By Melody R.K Frempong

The term Glass Ceiling is metaphorically used to represent invisible or unidentified barriers that keep or prevents people for example minorities (women etc) from advancing beyond highly esteemed levels in a hierarchy. Everyone can experience Glass Ceiling at the workplace, at any point in time, however, since the term was coined by feminists with regards to the barriers encountered by women with high achieving spirits or goals, most people tend to believe that Glass Ceiling is a feminist concept. Nonetheless, since women are more likely to encounter such invisible barriers that prevents them from moving to high levels, Glass Ceiling has been recognized as a “feminist term”. Example of Glass Ceiling occurrences among women are, being denied salary increment, being rejected for promotions several times although you have the necessary qualifications not being able to enter certain places or attend certain meetings as a woman and less political participation among women.

Scholars have also identified that Glass Ceiling may emanate from individuals’ factors such as lack of self-determination, organizational factors-a male domineering field, or a male-oriented field, family factors- childcare and influence from spouse cultural factors- gender beliefs roles, etc. According to the Glass Ceiling Index 2017, by the economist, Glass Ceiling among women has become slow but stable for the past years in developed and developing countries such as the U.S., Germany, Japan Turkey, Netherlands, among others.

However, in Nigeria and Ghana, Glass Ceiling is still prevalent likewise other African countries. For instance, the BBC reported there about 5 countries in Africa that have a lot of women in the cabinet. Thus, the representation of women politics or decision making is very low in Africa with just a few countries who have quite a large representation of women in politics. As reported by the BBC, Ethiopia, Rwanda, South Africa Seychelles and Uganda are the African countries which have quite a large number of women in the cabinet. Although Glass Ceiling is an invincible barrier, its social and economic impacts on women are enormous as well as on the nation.

Some of the impacts of Glass Ceiling on women’s social and economic development are:

-It thwarts and suppresses opinions, initiative, and interest in organizational leadership

-It fosters and creates an inferiority complex in women.

• It denies women to express their potentials and makes them limited and confined to only lower or “dead-end levels” within their institutions and also reduces their possibilities for advancement.

• Glass Ceiling leads to a lack of high profile women role models for subordinates. And this given no room for subordinates to have mentors in their lives as they have no one to look towards to

• Glass Ceiling increases labour turnover or decreased labour retention and loss of productivity since women are suppressed in giving out their best

• It is also worth noting that Glass Ceiling may lead to instability in families and can cause disharmony.

Due to the adverse impacts of Glass Ceiling policies have been implemented to curb this problem. Examples of such policies in Nigeria and Ghana are:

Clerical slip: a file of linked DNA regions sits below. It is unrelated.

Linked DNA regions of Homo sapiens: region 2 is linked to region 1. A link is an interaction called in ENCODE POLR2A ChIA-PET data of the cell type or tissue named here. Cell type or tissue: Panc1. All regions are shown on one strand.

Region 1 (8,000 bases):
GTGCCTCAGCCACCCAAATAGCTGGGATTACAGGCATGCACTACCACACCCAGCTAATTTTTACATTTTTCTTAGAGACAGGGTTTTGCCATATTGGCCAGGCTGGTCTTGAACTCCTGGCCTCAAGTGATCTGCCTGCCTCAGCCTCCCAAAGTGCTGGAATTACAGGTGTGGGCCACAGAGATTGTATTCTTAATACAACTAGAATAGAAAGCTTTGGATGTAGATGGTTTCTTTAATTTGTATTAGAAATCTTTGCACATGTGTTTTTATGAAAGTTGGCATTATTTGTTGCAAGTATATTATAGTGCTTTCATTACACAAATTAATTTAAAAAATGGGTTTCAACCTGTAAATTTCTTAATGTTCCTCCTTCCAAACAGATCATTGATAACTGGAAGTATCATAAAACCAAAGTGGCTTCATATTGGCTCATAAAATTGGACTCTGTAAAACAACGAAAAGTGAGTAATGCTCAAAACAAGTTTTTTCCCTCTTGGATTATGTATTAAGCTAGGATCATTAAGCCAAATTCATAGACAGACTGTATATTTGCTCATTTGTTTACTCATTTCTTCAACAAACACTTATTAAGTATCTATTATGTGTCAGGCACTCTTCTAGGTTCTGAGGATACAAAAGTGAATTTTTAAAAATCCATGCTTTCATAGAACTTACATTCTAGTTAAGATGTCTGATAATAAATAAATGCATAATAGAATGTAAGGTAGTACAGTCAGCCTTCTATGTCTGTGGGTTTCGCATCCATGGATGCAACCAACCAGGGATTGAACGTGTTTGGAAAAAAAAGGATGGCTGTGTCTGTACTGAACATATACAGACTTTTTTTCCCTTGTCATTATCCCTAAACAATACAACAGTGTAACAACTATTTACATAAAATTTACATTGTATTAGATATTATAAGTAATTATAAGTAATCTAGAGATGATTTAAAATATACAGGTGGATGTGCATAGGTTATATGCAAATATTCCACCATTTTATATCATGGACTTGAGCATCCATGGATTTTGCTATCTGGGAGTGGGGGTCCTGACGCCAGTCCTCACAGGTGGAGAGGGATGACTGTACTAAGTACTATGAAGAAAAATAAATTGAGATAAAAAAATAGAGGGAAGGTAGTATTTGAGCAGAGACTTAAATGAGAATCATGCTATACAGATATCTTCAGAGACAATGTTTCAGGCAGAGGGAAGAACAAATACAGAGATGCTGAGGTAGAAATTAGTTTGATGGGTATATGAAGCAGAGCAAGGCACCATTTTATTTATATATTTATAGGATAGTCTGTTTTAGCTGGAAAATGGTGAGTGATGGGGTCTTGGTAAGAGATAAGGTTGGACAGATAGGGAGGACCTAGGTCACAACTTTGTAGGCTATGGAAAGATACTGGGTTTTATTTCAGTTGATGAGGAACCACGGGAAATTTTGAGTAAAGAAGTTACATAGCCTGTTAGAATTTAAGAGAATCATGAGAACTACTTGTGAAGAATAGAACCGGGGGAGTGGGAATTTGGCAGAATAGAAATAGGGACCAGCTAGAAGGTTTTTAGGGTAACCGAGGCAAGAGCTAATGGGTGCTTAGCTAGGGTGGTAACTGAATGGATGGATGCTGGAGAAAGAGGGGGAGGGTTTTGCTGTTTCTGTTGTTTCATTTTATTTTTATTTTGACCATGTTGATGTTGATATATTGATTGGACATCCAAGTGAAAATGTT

Ghana: National Gender and Children Policy(2004) which was implemented to promote the welfare and development of women in all aspect. Similarly, in Nigeria, a Gender Equality Bill was proposed recently which is yet to be passed and the National Gender Policy has also not implemented. The Nigeria National Gender Policy (2006) which puts in place structures to support the empowerment of women and gender equality has not translated into opportunities in terms of quality representation or appointments for women in both economic and political sphere. This implies that indeed policymakers need to be on their toes in breaking the barriers women encounter in their various sphere of lives. However, we will only address the symptoms of Glass Ceiling if we rely on policy measures to curb the situation. It is very evident that tackling Glass Ceiling with policy measures has not been sufficient in solving the problem. Therefore, it is important that women as the major stakeholder of this problem take up bold steps by fighting this cankerworm. In order to address this, women and the public as a whole must first acknowledge that Glass Ceiling exists. If it is not acknowledged first, hardly will it be addressed. As the saying goes “an identified problem is the one that needs a solution”. Thus, if there is an awareness, there will be a conscious effort to break it.

More importantly, women must believe in themselves that they can break the glass. Another means through which women can break the glass is to develop their potentials and market their skills in order to enhance their social and economic value. Women must be proactive and visionary and take opportunities as they come regardless of their awareness of Glass Ceiling. Finally, women must act as support systems for each other, by not keeping silent when they realize a fellow woman is struggling to break the glass. This could go a long way to falsify the statement that “women are their own enemies”.

Melody R.K Frempong, is a Gender and Development Consultant with Women Africa.

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